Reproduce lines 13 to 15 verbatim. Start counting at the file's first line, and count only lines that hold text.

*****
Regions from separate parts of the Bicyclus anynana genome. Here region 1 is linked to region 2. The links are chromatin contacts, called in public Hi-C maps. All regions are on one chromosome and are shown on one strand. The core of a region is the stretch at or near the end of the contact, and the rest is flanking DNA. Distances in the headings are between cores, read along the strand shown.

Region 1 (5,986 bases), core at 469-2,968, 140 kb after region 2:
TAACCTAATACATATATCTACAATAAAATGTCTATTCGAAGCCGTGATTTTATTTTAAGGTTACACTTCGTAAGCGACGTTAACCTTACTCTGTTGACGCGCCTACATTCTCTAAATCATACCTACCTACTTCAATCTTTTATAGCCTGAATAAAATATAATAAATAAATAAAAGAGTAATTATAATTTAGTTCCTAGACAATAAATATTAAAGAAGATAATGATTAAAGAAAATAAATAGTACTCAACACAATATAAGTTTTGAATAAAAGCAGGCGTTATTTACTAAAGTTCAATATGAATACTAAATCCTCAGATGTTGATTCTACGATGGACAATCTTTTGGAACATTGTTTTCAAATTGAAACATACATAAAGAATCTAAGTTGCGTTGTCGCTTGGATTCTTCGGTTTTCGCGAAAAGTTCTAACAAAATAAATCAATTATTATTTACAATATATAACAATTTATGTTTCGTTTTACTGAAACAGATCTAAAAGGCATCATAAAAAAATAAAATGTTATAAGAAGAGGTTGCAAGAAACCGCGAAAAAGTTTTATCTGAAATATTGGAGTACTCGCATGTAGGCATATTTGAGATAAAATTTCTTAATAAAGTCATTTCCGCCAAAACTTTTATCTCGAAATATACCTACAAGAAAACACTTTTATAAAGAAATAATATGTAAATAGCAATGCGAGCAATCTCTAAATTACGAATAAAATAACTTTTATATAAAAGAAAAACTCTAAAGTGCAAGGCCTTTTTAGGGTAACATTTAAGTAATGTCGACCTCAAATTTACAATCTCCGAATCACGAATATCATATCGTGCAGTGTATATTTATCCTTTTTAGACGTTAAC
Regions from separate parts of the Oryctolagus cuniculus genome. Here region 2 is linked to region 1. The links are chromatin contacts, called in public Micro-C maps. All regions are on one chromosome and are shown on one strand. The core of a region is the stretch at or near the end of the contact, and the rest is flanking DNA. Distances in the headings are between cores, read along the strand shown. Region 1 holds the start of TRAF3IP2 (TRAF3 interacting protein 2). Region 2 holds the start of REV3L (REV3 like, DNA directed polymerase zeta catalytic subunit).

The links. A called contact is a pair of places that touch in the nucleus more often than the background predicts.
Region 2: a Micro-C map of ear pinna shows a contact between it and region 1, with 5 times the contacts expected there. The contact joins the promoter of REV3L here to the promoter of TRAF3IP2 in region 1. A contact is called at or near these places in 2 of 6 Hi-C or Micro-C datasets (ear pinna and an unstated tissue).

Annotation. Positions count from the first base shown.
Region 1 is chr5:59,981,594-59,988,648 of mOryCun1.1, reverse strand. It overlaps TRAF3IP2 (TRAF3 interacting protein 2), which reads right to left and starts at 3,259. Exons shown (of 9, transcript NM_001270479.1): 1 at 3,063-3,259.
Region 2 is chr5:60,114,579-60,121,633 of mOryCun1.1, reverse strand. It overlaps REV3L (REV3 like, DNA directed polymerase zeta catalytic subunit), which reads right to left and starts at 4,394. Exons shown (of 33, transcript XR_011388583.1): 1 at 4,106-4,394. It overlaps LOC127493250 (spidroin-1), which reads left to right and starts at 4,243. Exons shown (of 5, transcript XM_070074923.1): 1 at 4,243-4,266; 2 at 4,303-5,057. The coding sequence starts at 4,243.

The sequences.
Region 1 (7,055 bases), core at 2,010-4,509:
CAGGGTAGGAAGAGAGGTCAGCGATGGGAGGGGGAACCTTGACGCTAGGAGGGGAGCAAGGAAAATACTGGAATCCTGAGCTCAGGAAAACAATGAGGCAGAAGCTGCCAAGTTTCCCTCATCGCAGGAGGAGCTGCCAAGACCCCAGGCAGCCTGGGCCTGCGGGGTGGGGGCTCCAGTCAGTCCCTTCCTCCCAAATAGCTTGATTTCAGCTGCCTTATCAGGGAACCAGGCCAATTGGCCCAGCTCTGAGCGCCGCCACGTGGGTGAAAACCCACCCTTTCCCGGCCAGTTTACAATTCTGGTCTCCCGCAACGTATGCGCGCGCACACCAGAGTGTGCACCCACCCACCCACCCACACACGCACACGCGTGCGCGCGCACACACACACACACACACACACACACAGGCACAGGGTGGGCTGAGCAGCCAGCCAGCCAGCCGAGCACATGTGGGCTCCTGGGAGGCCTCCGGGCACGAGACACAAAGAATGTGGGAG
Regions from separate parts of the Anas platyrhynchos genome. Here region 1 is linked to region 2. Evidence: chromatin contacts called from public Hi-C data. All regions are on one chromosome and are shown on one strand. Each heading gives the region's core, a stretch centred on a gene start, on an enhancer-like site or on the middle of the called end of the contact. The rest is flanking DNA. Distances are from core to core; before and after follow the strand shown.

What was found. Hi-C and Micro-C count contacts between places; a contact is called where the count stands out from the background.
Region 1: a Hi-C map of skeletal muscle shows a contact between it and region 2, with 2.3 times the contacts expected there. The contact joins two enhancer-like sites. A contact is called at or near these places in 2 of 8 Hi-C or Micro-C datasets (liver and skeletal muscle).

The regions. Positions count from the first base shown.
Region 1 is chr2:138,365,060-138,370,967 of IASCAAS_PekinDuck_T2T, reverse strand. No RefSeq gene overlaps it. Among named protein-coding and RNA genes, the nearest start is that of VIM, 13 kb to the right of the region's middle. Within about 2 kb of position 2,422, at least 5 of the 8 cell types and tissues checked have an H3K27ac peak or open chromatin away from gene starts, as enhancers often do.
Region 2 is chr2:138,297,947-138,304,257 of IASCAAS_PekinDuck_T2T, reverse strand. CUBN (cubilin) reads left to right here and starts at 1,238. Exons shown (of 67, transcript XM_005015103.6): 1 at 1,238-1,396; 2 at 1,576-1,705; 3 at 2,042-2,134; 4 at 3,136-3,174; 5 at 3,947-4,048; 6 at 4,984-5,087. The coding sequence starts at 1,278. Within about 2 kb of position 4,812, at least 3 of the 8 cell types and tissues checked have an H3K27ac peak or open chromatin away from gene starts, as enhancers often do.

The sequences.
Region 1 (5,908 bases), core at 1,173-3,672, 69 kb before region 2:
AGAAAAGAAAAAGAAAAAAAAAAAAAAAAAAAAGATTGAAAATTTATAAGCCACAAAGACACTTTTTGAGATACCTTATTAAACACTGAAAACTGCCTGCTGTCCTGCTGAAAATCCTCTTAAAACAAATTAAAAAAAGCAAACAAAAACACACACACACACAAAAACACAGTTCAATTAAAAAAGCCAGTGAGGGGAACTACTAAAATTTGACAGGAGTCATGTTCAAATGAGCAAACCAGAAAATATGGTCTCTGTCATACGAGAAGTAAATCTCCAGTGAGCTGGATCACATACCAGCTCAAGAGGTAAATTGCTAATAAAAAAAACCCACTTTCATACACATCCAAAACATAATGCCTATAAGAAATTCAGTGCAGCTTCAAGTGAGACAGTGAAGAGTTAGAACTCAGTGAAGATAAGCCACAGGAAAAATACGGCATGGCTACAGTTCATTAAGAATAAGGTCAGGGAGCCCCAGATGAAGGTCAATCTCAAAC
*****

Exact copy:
Regions from separate parts of the Anas platyrhynchos genome. Here region 1 is linked to region 2. Evidence: chromatin contacts called from public Hi-C data. All regions are on one chromosome and are shown on one strand. Each heading gives the region's core, a stretch centred on a gene start, on an enhancer-like site or on the middle of the called end of the contact. The rest is flanking DNA. Distances are from core to core; before and after follow the strand shown.

What was found. Hi-C and Micro-C count contacts between places; a contact is called where the count stands out from the background.
Region 1: a Hi-C map of skeletal muscle shows a contact between it and region 2, with 2.3 times the contacts expected there. The contact joins two enhancer-like sites. A contact is called at or near these places in 2 of 8 Hi-C or Micro-C datasets (liver and skeletal muscle).